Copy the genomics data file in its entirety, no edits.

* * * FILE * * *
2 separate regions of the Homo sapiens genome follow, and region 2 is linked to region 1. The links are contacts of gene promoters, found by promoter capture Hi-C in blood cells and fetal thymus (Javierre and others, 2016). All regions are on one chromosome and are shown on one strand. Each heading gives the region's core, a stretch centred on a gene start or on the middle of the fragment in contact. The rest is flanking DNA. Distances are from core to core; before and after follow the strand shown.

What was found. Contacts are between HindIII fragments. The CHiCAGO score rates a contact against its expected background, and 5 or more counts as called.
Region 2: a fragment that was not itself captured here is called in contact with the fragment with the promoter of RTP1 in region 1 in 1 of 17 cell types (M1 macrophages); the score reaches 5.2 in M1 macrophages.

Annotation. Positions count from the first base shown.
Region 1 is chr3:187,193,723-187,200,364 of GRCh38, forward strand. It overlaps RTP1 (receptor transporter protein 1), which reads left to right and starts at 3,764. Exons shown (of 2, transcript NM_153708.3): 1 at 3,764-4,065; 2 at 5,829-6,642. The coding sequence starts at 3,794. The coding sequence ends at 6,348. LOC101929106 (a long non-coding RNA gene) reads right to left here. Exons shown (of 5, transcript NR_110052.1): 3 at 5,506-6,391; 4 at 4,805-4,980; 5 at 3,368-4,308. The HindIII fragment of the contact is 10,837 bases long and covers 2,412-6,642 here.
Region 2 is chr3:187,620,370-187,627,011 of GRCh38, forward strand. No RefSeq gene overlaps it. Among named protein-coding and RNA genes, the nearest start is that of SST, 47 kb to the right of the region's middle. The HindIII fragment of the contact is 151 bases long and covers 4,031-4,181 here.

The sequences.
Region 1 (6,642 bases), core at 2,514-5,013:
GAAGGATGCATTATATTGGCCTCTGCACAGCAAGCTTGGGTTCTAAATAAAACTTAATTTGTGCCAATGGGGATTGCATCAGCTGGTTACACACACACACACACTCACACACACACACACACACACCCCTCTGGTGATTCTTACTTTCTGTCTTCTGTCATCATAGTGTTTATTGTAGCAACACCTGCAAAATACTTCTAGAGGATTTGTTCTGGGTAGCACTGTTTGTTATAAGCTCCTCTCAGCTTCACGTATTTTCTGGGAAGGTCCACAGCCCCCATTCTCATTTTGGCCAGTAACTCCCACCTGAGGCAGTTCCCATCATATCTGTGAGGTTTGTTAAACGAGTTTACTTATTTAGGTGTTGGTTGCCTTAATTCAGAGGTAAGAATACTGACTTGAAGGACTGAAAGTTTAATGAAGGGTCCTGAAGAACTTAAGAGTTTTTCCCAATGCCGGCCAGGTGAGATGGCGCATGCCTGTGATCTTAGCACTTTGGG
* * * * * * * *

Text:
2 separate regions of the Homo sapiens genome follow, and region 2 is linked to region 1. The links are contacts of gene promoters, found by promoter capture Hi-C in blood cells and fetal thymus (Javierre and others, 2016). All regions are on one chromosome and are shown on one strand. Each heading gives the region's core, a stretch centred on a gene start or on the middle of the fragment in contact. The rest is flanking DNA. Distances are from core to core; before and after follow the strand shown.

What was found. Contacts are between HindIII fragments. The CHiCAGO score rates a contact against its expected background, and 5 or more counts as called.
Region 2: a fragment that was not itself captured here is called in contact with the fragment with the promoter of RTP1 in region 1 in 1 of 17 cell types (M1 macrophages); the score reaches 5.2 in M1 macrophages.

Annotation. Positions count from the first base shown.
Region 1 is chr3:187,193,723-187,200,364 of GRCh38, forward strand. It overlaps RTP1 (receptor transporter protein 1), which reads left to right and starts at 3,764. Exons shown (of 2, transcript NM_153708.3): 1 at 3,764-4,065; 2 at 5,829-6,642. The coding sequence starts at 3,794. The coding sequence ends at 6,348. LOC101929106 (a long non-coding RNA gene) reads right to left here. Exons shown (of 5, transcript NR_110052.1): 3 at 5,506-6,391; 4 at 4,805-4,980; 5 at 3,368-4,308. The HindIII fragment of the contact is 10,837 bases long and covers 2,412-6,642 here.
Region 2 is chr3:187,620,370-187,627,011 of GRCh38, forward strand. No RefSeq gene overlaps it. Among named protein-coding and RNA genes, the nearest start is that of SST, 47 kb to the right of the region's middle. The HindIII fragment of the contact is 151 bases long and covers 4,031-4,181 here.

The sequences.
Region 1 (6,642 bases), core at 2,514-5,013:
GAAGGATGCATTATATTGGCCTCTGCACAGCAAGCTTGGGTTCTAAATAAAACTTAATTTGTGCCAATGGGGATTGCATCAGCTGGTTACACACACACACACACTCACACACACACACACACACACCCCTCTGGTGATTCTTACTTTCTGTCTTCTGTCATCATAGTGTTTATTGTAGCAACACCTGCAAAATACTTCTAGAGGATTTGTTCTGGGTAGCACTGTTTGTTATAAGCTCCTCTCAGCTTCACGTATTTTCTGGGAAGGTCCACAGCCCCCATTCTCATTTTGGCCAGTAACTCCCACCTGAGGCAGTTCCCATCATATCTGTGAGGTTTGTTAAACGAGTTTACTTATTTAGGTGTTGGTTGCCTTAATTCAGAGGTAAGAATACTGACTTGAAGGACTGAAAGTTTAATGAAGGGTCCTGAAGAACTTAAGAGTTTTTCCCAATGCCGGCCAGGTGAGATGGCGCATGCCTGTGATCTTAGCACTTTGGG